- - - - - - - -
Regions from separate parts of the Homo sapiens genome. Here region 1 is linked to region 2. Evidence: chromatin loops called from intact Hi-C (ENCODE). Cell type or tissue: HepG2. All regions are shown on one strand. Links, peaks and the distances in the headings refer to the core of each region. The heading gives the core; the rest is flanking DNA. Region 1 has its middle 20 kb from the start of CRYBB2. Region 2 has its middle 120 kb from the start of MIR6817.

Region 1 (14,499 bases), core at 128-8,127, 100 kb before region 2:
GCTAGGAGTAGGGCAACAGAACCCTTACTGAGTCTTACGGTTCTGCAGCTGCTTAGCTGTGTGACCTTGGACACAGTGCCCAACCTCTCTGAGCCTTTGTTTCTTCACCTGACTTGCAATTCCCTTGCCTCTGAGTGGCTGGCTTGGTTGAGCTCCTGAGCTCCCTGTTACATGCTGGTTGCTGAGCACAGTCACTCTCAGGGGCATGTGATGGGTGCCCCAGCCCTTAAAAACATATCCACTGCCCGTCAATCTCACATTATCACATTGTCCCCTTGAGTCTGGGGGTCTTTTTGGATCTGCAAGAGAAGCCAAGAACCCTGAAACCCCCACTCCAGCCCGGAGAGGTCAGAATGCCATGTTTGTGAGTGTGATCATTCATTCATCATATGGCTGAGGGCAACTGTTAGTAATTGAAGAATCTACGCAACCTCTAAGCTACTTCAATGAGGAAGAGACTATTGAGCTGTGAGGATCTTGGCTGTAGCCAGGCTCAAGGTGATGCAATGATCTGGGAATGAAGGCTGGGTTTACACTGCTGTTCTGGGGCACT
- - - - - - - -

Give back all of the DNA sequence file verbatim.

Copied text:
Regions from separate parts of the Homo sapiens genome. Here region 1 is linked to region 2. Evidence: chromatin loops called from intact Hi-C (ENCODE). Cell type or tissue: HepG2. All regions are shown on one strand. Links, peaks and the distances in the headings refer to the core of each region. The heading gives the core; the rest is flanking DNA. Region 1 has its middle 20 kb from the start of CRYBB2. Region 2 has its middle 120 kb from the start of MIR6817.

Region 1 (14,499 bases), core at 128-8,127, 100 kb before region 2:
GCTAGGAGTAGGGCAACAGAACCCTTACTGAGTCTTACGGTTCTGCAGCTGCTTAGCTGTGTGACCTTGGACACAGTGCCCAACCTCTCTGAGCCTTTGTTTCTTCACCTGACTTGCAATTCCCTTGCCTCTGAGTGGCTGGCTTGGTTGAGCTCCTGAGCTCCCTGTTACATGCTGGTTGCTGAGCACAGTCACTCTCAGGGGCATGTGATGGGTGCCCCAGCCCTTAAAAACATATCCACTGCCCGTCAATCTCACATTATCACATTGTCCCCTTGAGTCTGGGGGTCTTTTTGGATCTGCAAGAGAAGCCAAGAACCCTGAAACCCCCACTCCAGCCCGGAGAGGTCAGAATGCCATGTTTGTGAGTGTGATCATTCATTCATCATATGGCTGAGGGCAACTGTTAGTAATTGAAGAATCTACGCAACCTCTAAGCTACTTCAATGAGGAAGAGACTATTGAGCTGTGAGGATCTTGGCTGTAGCCAGGCTCAAGGTGATGCAATGATCTGGGAATGAAGGCTGGGTTTACACTGCTGTTCTGGGGCACT